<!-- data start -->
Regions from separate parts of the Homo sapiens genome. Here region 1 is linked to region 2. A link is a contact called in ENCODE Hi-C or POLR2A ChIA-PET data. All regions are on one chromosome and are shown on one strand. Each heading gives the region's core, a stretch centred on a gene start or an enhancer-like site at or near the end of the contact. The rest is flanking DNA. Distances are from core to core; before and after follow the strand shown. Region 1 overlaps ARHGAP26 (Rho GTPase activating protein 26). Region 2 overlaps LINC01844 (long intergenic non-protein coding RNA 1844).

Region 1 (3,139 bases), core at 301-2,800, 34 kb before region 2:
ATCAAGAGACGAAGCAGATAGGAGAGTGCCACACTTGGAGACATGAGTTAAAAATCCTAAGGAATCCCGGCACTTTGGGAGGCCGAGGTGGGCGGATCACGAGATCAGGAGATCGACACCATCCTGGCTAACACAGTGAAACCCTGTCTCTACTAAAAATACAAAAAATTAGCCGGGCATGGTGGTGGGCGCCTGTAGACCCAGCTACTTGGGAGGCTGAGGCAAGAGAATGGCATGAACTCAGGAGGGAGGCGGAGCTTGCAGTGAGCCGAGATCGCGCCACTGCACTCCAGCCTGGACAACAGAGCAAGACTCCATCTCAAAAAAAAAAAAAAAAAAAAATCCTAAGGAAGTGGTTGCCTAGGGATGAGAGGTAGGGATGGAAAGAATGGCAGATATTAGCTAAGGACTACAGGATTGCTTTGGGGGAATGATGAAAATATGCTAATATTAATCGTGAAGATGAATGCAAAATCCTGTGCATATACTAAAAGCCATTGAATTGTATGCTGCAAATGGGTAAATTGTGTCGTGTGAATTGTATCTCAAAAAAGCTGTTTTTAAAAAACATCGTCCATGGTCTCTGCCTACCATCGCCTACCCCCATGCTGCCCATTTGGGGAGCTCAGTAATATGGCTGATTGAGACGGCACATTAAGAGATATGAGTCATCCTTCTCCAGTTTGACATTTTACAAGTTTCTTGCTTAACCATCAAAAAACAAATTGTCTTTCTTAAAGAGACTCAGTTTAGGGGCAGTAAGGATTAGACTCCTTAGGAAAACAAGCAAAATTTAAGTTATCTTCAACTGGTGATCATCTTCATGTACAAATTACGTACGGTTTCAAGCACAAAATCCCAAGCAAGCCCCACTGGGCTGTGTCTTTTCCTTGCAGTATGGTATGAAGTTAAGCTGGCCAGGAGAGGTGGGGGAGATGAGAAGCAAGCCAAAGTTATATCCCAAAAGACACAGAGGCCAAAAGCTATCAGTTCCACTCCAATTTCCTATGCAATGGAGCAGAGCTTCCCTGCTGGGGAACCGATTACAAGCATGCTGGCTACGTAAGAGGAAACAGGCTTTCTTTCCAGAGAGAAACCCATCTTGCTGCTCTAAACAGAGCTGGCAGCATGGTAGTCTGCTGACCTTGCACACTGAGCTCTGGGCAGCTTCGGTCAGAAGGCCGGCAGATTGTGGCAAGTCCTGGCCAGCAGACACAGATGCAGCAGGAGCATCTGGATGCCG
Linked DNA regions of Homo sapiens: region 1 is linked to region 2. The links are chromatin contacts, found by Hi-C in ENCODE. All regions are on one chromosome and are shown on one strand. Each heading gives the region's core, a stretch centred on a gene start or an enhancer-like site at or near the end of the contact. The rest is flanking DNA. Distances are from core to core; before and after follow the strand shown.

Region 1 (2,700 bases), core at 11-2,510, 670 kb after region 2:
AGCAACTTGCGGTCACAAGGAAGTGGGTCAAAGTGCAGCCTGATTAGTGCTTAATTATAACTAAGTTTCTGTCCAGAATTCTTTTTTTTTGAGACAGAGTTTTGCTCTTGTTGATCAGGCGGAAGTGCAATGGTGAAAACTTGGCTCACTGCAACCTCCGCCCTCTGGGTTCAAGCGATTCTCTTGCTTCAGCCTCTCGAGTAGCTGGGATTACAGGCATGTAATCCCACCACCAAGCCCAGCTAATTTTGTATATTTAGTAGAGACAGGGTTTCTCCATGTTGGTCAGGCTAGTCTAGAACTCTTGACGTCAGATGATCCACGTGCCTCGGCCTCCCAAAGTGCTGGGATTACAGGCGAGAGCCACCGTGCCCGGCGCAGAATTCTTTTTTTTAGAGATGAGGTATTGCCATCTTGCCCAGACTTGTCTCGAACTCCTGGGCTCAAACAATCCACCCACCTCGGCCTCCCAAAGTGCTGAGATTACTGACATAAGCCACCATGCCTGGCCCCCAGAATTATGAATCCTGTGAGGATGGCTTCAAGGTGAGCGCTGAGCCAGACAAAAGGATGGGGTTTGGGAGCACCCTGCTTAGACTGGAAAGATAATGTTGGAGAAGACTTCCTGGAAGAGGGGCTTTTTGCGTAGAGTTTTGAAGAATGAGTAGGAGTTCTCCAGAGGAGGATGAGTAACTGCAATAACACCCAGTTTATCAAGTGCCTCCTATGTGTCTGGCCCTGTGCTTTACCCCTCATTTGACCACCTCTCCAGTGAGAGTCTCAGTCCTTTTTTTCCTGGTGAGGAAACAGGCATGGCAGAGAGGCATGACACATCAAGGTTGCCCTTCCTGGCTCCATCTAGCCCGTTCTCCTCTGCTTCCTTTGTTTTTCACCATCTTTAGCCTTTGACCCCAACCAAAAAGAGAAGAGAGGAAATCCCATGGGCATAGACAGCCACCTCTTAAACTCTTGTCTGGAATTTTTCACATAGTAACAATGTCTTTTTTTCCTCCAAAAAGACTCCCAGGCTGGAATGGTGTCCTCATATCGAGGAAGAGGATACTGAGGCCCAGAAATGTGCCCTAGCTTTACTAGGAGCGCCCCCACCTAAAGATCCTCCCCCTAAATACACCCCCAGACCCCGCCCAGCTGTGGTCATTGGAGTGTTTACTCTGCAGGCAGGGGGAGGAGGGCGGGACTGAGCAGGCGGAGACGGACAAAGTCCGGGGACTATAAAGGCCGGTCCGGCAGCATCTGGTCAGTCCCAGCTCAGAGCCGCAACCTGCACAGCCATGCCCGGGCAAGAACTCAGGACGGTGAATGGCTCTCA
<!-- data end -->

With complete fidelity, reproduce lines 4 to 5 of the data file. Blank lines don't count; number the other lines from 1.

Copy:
Linked DNA regions of Homo sapiens: region 1 is linked to region 2. The links are chromatin contacts, found by Hi-C in ENCODE. All regions are on one chromosome and are shown on one strand. Each heading gives the region's core, a stretch centred on a gene start or an enhancer-like site at or near the end of the contact. The rest is flanking DNA. Distances are from core to core; before and after follow the strand shown.

Region 1 (2,700 bases), core at 11-2,510, 670 kb after region 2: